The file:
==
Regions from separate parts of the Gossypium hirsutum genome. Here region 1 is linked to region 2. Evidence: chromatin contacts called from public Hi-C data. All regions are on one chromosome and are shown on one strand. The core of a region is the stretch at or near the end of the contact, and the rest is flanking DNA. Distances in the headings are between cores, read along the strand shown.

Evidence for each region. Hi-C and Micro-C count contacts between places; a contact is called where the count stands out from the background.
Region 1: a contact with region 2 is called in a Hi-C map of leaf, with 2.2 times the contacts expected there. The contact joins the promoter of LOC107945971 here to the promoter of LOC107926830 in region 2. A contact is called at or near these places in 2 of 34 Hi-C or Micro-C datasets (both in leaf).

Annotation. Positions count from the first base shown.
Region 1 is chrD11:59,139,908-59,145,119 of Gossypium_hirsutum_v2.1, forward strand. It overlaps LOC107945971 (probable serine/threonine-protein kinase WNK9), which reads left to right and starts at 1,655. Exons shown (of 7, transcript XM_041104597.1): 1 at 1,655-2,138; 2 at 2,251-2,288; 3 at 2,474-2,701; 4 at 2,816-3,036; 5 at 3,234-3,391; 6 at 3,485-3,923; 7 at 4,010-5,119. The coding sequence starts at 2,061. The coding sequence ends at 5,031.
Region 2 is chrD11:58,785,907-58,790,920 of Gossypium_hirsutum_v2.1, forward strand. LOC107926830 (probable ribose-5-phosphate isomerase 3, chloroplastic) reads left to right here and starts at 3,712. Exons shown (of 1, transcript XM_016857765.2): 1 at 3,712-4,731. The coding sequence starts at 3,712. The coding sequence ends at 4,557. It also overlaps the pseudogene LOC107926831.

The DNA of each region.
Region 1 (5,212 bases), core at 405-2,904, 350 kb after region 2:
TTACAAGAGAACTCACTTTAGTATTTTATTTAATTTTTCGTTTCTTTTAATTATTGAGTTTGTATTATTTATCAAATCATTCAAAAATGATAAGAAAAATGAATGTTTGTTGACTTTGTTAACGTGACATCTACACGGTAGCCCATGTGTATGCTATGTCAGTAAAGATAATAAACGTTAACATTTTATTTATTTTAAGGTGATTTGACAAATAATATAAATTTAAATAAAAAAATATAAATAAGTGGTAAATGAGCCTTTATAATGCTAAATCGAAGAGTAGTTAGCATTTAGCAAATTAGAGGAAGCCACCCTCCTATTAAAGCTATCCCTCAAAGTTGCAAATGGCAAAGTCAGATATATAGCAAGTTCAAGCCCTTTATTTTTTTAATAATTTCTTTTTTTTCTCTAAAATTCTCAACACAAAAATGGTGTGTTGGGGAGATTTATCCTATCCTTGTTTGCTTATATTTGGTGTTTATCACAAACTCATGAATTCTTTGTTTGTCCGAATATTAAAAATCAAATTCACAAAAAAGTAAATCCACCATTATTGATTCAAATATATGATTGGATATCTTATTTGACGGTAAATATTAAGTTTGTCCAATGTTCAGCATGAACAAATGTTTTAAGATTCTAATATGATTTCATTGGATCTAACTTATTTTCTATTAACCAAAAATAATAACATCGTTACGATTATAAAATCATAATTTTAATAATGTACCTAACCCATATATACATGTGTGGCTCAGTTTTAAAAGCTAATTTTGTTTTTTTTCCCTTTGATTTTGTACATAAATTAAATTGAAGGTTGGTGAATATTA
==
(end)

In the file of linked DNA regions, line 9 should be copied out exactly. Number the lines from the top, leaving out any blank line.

TTACAAGAGAACTCACTTTAGTATTTTATTTAATTTTTCGTTTCTTTTAATTATTGAGTTTGTATTATTTATCAAATCATTCAAAAATGATAAGAAAAATGAATGTTTGTTGACTTTGTTAACGTGACATCTACACGGTAGCCCATGTGTATGCTATGTCAGTAAAGATAATAAACGTTAACATTTTATTTATTTTAAGGTGATTTGACAAATAATATAAATTTAAATAAAAAAATATAAATAAGTGGTAAATGAGCCTTTATAATGCTAAATCGAAGAGTAGTTAGCATTTAGCAAATTAGAGGAAGCCACCCTCCTATTAAAGCTATCCCTCAAAGTTGCAAATGGCAAAGTCAGATATATAGCAAGTTCAAGCCCTTTATTTTTTTAATAATTTCTTTTTTTTCTCTAAAATTCTCAACACAAAAATGGTGTGTTGGGGAGATTTATCCTATCCTTGTTTGCTTATATTTGGTGTTTATCACAAACTCATGAATTCTTTGTTTGTCCGAATATTAAAAATCAAATTCACAAAAAAGTAAATCCACCATTATTGATTCAAATATATGATTGGATATCTTATTTGACGGTAAATATTAAGTTTGTCCAATGTTCAGCATGAACAAATGTTTTAAGATTCTAATATGATTTCATTGGATCTAACTTATTTTCTATTAACCAAAAATAATAACATCGTTACGATTATAAAATCATAATTTTAATAATGTACCTAACCCATATATACATGTGTGGCTCAGTTTTAAAAGCTAATTTTGTTTTTTTTCCCTTTGATTTTGTACATAAATTAAATTGAAGGTTGGTGAATATTA